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Antimatter: scientists find way to trap elusive material by blasting it with lasers
Antimatter is believed to play a huge part in the story of our universe. It’s the counterpart to matter: identical in every way – with protons, neutrons and electrons – but with an opposite electric charge. According to our best understanding of the laws of physics, the universe of today should be equally populated by both matter and antimatter.
Yet, as far as we can tell, it’s not. Antimatter is elusive, and one of the major conundrums in modern physics is how we can explain a “symmetrical” universe of equal parts matter and antimatter when, after decades of searching, the universe appears to be almost entirely void of antimatter.
To try to unravel this cosmic mystery, physicists are studying various features of antimatter. In particular, we’re interested in small differences between matter and antimatter that could explain the asymmetry we observe – in turn validating existing laws of physics.
But studying antimatter is incredibly difficult. It takes huge amounts of energy to create it, and even then it’s liable to disappear: annihilating itself when it comes into contact with the matter that surrounds us.
Research by my colleagues at Cern and I has produced a way to create, trap and laser-cool antimatter for long enough for us to target a whole new set of more accurate measurements. Our experiments could be a significant step in solving the mystery of the missing antimatter in our universe.
Just as matter is made up of atoms, antimatter is made up of antiatoms. The easiest antiatom to make is antihydrogen, first created by Cern in 1995 and first measured in 2012. Consisting of just one antielectron (called a positron) orbiting around a one antiproton nucleus, antihydrogen (and hydrogen, its counterpart in matter) has the simplest atomic structure in the universe.
But making antihydrogen isn’t easy. The classical high-energy physics approach to the problem uses a particle collider – like the LHC at Cern – to convert enormous amounts of kinetic energy into a plethora of sub-atomic shrapnel for us to study.
Particle accelerators can be used to create antiprotons. To make a single usable antiproton, though, we need 1 million protons and at least 26 million times the energy that’s eventually “stored” in an antiproton. This makes each antiproton we make incredibly precious.
Once we’d created enough antiprotons, we needed antielectrons (positrons) in order to build our antiatoms. Happily, positrons can be quite easily gathered from a radioactive source. With our core ingredients collected, we just needed to combine them.
This we achieved by forcing the antiprotons and positrons into contact within an electromagnetic trap. Crucially, this had to happen in a vacuum, because if the antiparticles were to make contact with any parts of the apparatus – which was of course made of matter – they’d simply annihilate on contact, disappearing altogether. Only after all of these steps could we form usable antihydrogen atoms, pinned in a vacuum by a combination of magnetic fields.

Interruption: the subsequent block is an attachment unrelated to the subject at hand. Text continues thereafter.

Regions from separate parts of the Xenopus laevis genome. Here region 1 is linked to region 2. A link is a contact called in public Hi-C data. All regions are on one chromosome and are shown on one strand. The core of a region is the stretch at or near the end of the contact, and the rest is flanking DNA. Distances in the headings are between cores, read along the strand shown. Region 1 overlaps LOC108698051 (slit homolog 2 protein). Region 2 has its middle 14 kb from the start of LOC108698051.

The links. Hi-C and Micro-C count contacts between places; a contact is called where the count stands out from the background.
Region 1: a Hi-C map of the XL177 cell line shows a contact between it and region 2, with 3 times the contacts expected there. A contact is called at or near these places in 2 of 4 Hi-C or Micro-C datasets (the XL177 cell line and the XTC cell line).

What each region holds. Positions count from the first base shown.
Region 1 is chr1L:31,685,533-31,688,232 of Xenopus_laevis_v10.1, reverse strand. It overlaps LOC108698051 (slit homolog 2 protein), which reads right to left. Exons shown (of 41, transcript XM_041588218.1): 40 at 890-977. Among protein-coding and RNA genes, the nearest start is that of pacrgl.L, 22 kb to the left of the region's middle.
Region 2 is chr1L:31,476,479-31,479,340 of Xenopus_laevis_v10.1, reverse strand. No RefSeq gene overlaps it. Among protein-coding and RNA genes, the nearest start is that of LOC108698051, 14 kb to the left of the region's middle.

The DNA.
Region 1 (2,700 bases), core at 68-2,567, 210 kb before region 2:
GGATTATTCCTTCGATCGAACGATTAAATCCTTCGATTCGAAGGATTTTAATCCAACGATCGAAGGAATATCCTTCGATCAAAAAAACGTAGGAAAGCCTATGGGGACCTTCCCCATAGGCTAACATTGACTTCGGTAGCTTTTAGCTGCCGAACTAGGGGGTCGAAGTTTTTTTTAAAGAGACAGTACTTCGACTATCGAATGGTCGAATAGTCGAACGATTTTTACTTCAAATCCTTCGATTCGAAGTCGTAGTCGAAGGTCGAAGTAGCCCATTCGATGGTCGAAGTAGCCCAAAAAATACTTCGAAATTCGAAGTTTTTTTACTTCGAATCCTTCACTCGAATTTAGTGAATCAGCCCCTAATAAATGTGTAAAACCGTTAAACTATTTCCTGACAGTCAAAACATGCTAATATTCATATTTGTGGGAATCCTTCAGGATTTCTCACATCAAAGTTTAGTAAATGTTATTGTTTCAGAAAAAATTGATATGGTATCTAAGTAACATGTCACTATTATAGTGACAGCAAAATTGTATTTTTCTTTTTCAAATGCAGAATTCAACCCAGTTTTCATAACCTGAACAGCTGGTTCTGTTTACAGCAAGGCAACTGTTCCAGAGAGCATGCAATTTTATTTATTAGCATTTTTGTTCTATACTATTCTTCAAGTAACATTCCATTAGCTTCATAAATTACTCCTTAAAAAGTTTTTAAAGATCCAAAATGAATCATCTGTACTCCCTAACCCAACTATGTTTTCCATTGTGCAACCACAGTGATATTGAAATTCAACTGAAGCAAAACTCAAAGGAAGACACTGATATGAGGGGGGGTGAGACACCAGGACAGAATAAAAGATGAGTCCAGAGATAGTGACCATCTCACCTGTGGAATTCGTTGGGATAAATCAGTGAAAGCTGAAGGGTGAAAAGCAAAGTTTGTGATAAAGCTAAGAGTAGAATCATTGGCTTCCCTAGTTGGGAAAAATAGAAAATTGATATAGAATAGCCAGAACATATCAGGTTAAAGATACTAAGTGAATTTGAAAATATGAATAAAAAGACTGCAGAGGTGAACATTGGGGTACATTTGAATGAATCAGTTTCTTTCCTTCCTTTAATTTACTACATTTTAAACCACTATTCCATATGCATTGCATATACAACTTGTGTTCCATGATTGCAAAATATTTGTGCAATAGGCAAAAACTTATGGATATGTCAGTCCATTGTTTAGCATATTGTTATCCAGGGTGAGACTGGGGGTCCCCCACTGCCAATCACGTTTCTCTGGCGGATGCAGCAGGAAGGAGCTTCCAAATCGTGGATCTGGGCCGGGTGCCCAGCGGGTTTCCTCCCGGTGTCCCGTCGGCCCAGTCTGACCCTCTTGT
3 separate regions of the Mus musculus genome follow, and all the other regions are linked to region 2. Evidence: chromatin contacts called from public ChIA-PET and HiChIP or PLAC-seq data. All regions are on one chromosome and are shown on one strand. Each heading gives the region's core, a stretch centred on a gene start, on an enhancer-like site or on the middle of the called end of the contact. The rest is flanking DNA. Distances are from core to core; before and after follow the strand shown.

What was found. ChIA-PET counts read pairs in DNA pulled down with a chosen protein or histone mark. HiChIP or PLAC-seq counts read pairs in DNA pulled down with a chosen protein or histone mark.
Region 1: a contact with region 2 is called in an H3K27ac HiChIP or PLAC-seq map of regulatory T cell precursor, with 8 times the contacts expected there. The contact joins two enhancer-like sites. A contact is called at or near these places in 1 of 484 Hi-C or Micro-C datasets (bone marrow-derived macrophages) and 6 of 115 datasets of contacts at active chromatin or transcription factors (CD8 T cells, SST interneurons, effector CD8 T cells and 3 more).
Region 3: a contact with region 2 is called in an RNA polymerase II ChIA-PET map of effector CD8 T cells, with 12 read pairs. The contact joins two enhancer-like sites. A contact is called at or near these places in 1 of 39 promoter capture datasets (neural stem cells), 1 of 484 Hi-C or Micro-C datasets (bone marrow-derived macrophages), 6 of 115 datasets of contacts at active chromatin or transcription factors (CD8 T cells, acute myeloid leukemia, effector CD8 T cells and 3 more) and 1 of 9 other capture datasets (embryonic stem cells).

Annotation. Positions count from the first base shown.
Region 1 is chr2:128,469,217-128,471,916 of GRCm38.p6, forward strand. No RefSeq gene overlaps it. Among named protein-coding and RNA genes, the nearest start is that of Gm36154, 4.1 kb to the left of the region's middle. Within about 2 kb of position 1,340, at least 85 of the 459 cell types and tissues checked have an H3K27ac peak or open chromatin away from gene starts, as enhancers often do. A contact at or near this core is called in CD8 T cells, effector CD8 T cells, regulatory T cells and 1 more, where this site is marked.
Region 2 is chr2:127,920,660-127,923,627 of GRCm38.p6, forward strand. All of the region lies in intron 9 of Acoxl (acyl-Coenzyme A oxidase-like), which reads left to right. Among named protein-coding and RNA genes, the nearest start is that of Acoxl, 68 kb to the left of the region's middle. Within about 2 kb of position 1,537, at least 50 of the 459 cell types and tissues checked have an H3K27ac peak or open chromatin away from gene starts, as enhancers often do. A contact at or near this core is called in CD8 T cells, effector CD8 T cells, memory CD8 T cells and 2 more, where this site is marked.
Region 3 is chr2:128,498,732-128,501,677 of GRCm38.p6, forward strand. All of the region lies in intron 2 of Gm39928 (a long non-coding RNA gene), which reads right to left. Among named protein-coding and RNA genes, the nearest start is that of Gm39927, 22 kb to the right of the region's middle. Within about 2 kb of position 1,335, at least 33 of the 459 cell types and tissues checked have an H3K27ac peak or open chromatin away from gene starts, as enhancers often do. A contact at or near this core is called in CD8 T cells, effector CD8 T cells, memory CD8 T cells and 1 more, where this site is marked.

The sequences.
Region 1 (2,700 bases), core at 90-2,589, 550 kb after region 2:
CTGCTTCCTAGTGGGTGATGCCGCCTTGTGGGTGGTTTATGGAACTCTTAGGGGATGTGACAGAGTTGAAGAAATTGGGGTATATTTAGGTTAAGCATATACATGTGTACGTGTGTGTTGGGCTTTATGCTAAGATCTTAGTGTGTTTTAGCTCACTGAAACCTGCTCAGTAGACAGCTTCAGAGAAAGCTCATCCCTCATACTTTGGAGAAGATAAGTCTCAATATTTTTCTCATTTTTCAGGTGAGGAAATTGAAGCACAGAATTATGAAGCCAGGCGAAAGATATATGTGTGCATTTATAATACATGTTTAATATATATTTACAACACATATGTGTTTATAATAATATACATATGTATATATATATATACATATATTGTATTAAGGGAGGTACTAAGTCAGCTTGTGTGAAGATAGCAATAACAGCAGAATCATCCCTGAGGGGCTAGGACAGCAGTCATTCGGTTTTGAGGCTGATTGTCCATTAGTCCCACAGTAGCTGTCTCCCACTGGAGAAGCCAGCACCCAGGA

This demonstration of our electromagnetic trap shows how the forces it creates can hold charged particles in space. Niels Madsen, Author provided
In this state, it’s possible to take measurements of the antihydrogen. What we’re looking to measure here is a key atomic transition between two energy states of the antihydrogen atom. This transition is particularly suitable for precise measurements, and the equivalent one in hydrogen has been measured with a staggering 15 decimal places of precision.
We took our antihydrogen measurement to 12 decimal places of precision. This is worse than the most precise measurement of ordinary hydrogen by a factor of 1,000, but it’s currently the best measure of antihydrogen anyone has done.
But one key limitation of our measurement is the movement of the antiatoms in the trap itself, due to their kinetic energy. By reducing this movement further, our measurements would be far more accurate. Our experiment achieved this, for the first time, by blasting the antiatoms with laser light.
Liquid helium helps cool antihydrogen in our trap – but lasers help reduce the temperature further. Niels Madsen, Author provided
The light in a laser is made up of photons, which carry a momentum of their own. When an atom absorbs a photon, the atom’s velocity changes slightly. By following this basic principle, we knew we could use the momentum contained in our laser beam to reduce the kinetic energy of the trapped antiatoms – cooling them closer to absolute zero.
That required us to only hit the antiatoms with photons when they were moving towards the laser, as this would in effect cancel out some of the velocity of the antiatom: a bit like how you’d apply force to slow a child on a swing.
By using this targeted laser-cooling, we managed to reduce the temperature of our stored antihydrogen by a factor of ten, which has the potential to improve future measurement precision by a factor of four.
We’ve not yet made enough measurements to publish new, more precise data on antihydrogen – but that’s coming very soon. Beyond that, our laser-cooling technique has put us on a firm path towards higher precision in many measurements of both matter and antimatter, and takes us a step closer to making an even more precise measurement of hydrogen itself.
Laser-cooling opens up exciting possibilities for measuring antihydrogen. Combined with existing techniques that allow us to accumulate relatively large amounts of antihydrogen (thousands of antiatoms per day) we will soon know even more about the nature of antihydrogen – and that extra knowledge could help us understand why matter is everywhere in our universe, while antimatter is so elusive.